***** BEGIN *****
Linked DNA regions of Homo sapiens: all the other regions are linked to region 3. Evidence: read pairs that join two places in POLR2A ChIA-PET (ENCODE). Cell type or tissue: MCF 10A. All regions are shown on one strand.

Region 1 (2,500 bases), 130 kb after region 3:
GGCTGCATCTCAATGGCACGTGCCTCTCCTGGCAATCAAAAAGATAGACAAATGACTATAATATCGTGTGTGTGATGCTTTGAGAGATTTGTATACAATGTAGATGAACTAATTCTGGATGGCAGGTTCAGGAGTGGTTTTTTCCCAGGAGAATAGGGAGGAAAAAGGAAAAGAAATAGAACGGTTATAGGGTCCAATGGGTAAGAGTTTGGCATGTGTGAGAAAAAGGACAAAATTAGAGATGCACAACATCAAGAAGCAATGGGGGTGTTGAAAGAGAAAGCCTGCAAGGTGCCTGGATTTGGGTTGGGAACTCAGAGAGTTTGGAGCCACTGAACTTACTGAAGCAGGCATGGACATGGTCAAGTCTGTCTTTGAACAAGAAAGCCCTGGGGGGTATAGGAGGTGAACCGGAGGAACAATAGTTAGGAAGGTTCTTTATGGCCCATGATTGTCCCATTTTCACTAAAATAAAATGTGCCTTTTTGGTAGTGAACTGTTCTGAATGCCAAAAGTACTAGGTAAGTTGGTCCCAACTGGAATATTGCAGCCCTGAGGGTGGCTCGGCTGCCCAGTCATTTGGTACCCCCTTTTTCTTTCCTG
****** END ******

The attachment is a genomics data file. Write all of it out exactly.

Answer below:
Linked DNA regions of Homo sapiens: all the other regions are linked to region 3. Evidence: read pairs that join two places in POLR2A ChIA-PET (ENCODE). Cell type or tissue: MCF 10A. All regions are shown on one strand.

Region 1 (2,500 bases), 130 kb after region 3:
GGCTGCATCTCAATGGCACGTGCCTCTCCTGGCAATCAAAAAGATAGACAAATGACTATAATATCGTGTGTGTGATGCTTTGAGAGATTTGTATACAATGTAGATGAACTAATTCTGGATGGCAGGTTCAGGAGTGGTTTTTTCCCAGGAGAATAGGGAGGAAAAAGGAAAAGAAATAGAACGGTTATAGGGTCCAATGGGTAAGAGTTTGGCATGTGTGAGAAAAAGGACAAAATTAGAGATGCACAACATCAAGAAGCAATGGGGGTGTTGAAAGAGAAAGCCTGCAAGGTGCCTGGATTTGGGTTGGGAACTCAGAGAGTTTGGAGCCACTGAACTTACTGAAGCAGGCATGGACATGGTCAAGTCTGTCTTTGAACAAGAAAGCCCTGGGGGGTATAGGAGGTGAACCGGAGGAACAATAGTTAGGAAGGTTCTTTATGGCCCATGATTGTCCCATTTTCACTAAAATAAAATGTGCCTTTTTGGTAGTGAACTGTTCTGAATGCCAAAAGTACTAGGTAAGTTGGTCCCAACTGGAATATTGCAGCCCTGAGGGTGGCTCGGCTGCCCAGTCATTTGGTACCCCCTTTTTCTTTCCTG